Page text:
the story itself is completely unremarkable. it is a standard quest by "the one" who has been prophesied to restore good in a land blighted by evil. he faces various perils, narrowly escapes and saves the day in the eleventh hour amidst some mystical mumbo jumbo. what is completely remarkable is the previously unheard of puppet and animatronic work on display here. i remember when this came out and what a great hue and cry there was about the direction oz and henson had taken. where were the muppets? why the hell is everything, including the hero, creepy and weird? what have you done with the cute?!? well, i am glad they stuck to their guns because it resulted in a daring and complex world inhabited by puppets the likes of which filmgoers had never seen. the production design is overflowing with detail while remaining completely true to the dark, sometimes ugly aesthetic. their biggest crime was simply so thoroughly confounding people's expectations. if you had no foreknowledge of the muppets or sesame street, i suspect this would have proved intriguing rather than upsetting. it's a shame the story is so rote and pedestrian. at times it is so boring it makes it hard to stay interested in the revolutionary puppetry. you don't achieve the mona lisa through painting by the numbers. this one fights itself to a draw.

finally, we have penny marshall's big (1988).

i'll say this right up front - i have never liked this movie. i know, i am a monster. it just does nothing for me. there are a couple of laughs but, to me, it just plays like an episode of amazing stories that has been padded out to feature length. almost without exception, body switching stories are the bunk. i suppose that stems from my finding zero sympathy for people who wish they were someone/something else. do the work, clowns! to be fair, there are one or two elements that i think are effective and accurate when it comes to putting the inner life of a kid onscreen. the fact that the kids find it much easier to accept the transformation than adults seems like it would be true. it requires imagination and adulthood tends to quash that (again, i refer you to day one, film one). the best joke in the film is the subtle exchange immediately after josh convinces billy of the truth of his predicament. "you look terrible", billy says. "i know", replies josh. it's probably the best line reading tom hanks has ever given. but for every time they get it right they go and do something distracting like the "got it, need it" baseball card bit in the beginning or the "shimmy shimmy coco bop" routine. i thought this was set in 1988, not 1958. maybe after school they can race home in time to see kukla, fran and ollie. the iconic piano scene gets away with it because piano lessons have been the same for the last four hundred years. i give it kudos, as well, for being the first film directed by a woman that grossed over $100 million. i am sure that opened a lot of doors and created a lot of opportunities that might not have been there for women otherwise, so i appreciate that. without it, debra granik might not have had the opportunity to make winter's bone (2010). who knows? viewing it in a vacuum, though, just tells me that women, too, are capable of making sentimental claptrap aimed at those for whom cinema is easy escapism and not much else. congratulations?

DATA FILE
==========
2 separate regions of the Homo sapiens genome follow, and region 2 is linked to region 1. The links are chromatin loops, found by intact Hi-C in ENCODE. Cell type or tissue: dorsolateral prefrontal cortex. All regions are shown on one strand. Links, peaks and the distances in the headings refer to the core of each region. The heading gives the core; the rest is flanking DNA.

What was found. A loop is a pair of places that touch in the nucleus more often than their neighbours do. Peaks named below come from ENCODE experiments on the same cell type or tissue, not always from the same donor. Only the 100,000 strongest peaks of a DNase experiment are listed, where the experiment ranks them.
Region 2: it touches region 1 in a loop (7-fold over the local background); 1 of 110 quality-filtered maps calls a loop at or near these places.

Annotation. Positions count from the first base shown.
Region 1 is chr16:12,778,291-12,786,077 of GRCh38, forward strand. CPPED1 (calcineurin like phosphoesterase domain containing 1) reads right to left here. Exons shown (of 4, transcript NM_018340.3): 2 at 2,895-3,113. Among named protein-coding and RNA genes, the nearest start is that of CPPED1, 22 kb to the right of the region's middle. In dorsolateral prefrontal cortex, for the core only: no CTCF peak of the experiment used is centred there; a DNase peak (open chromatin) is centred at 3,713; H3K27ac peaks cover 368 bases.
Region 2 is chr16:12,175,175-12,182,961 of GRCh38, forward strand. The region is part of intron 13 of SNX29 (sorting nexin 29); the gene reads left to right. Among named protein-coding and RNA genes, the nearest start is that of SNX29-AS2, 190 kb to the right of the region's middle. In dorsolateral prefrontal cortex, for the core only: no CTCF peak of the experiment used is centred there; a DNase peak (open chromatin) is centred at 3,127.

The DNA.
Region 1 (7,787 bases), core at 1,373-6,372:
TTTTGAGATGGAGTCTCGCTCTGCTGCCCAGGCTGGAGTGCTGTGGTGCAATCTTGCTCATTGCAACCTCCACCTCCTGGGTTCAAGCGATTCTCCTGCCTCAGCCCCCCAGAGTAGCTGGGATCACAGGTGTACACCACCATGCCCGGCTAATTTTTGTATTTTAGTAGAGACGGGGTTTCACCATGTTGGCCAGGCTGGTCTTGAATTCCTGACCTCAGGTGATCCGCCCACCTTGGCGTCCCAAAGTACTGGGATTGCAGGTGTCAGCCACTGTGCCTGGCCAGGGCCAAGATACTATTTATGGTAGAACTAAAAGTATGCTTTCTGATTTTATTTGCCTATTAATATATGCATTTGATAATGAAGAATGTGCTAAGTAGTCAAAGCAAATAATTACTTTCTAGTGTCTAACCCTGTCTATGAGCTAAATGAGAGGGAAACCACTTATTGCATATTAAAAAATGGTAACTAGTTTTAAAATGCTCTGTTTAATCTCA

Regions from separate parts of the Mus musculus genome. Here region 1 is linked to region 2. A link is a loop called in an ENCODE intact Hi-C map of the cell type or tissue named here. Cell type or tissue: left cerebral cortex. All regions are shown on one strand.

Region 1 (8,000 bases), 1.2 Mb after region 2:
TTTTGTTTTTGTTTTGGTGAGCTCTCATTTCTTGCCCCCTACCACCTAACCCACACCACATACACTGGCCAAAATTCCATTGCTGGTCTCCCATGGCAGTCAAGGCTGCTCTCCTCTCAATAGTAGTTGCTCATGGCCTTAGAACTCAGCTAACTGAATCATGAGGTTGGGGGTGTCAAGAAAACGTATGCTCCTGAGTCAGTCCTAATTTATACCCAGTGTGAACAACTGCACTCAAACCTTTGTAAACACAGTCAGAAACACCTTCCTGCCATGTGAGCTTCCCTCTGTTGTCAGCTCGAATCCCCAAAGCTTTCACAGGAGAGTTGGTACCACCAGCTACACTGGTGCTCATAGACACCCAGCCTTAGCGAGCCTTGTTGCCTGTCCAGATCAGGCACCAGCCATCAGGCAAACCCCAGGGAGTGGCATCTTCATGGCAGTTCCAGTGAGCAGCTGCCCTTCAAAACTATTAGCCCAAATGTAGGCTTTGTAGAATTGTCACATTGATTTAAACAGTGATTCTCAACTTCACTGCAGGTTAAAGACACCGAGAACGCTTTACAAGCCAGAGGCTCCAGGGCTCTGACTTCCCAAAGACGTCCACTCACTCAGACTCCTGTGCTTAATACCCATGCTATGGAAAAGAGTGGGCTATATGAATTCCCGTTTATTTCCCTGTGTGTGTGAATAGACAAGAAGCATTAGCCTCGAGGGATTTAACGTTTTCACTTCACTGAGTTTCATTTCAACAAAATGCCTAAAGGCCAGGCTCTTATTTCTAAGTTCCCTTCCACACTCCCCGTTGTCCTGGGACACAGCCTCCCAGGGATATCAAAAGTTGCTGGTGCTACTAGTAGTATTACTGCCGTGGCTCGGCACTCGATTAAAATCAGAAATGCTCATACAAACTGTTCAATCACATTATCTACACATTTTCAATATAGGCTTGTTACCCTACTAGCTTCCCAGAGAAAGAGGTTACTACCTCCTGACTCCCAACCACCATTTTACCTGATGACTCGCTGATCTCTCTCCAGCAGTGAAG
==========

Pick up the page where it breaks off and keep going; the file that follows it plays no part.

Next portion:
ho hum. don't worry. tomorrow might get my hate tank rolling again.


No comments:

Post a Comment